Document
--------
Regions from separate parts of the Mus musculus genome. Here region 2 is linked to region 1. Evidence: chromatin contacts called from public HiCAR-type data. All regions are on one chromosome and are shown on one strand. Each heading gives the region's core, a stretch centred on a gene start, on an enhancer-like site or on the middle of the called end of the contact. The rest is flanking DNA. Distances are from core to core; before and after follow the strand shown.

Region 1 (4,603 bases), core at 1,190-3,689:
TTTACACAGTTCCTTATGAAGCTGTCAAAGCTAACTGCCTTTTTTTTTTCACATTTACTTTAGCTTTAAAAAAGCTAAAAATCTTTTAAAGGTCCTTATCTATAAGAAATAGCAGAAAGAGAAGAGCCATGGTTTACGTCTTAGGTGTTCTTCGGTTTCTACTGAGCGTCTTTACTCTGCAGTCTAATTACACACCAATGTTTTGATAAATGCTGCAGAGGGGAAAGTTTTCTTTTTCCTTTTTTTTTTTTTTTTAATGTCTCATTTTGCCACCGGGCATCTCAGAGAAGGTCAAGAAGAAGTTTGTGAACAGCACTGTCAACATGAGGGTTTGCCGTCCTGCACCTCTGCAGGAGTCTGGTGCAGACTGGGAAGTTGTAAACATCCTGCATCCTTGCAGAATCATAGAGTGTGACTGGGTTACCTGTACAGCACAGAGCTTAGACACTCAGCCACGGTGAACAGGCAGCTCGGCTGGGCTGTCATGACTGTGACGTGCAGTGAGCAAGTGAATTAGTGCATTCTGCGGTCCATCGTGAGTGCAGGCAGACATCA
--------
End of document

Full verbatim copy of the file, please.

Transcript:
Regions from separate parts of the Mus musculus genome. Here region 2 is linked to region 1. Evidence: chromatin contacts called from public HiCAR-type data. All regions are on one chromosome and are shown on one strand. Each heading gives the region's core, a stretch centred on a gene start, on an enhancer-like site or on the middle of the called end of the contact. The rest is flanking DNA. Distances are from core to core; before and after follow the strand shown.

Region 1 (4,603 bases), core at 1,190-3,689:
TTTACACAGTTCCTTATGAAGCTGTCAAAGCTAACTGCCTTTTTTTTTTCACATTTACTTTAGCTTTAAAAAAGCTAAAAATCTTTTAAAGGTCCTTATCTATAAGAAATAGCAGAAAGAGAAGAGCCATGGTTTACGTCTTAGGTGTTCTTCGGTTTCTACTGAGCGTCTTTACTCTGCAGTCTAATTACACACCAATGTTTTGATAAATGCTGCAGAGGGGAAAGTTTTCTTTTTCCTTTTTTTTTTTTTTTTAATGTCTCATTTTGCCACCGGGCATCTCAGAGAAGGTCAAGAAGAAGTTTGTGAACAGCACTGTCAACATGAGGGTTTGCCGTCCTGCACCTCTGCAGGAGTCTGGTGCAGACTGGGAAGTTGTAAACATCCTGCATCCTTGCAGAATCATAGAGTGTGACTGGGTTACCTGTACAGCACAGAGCTTAGACACTCAGCCACGGTGAACAGGCAGCTCGGCTGGGCTGTCATGACTGTGACGTGCAGTGAGCAAGTGAATTAGTGCATTCTGCGGTCCATCGTGAGTGCAGGCAGACATCA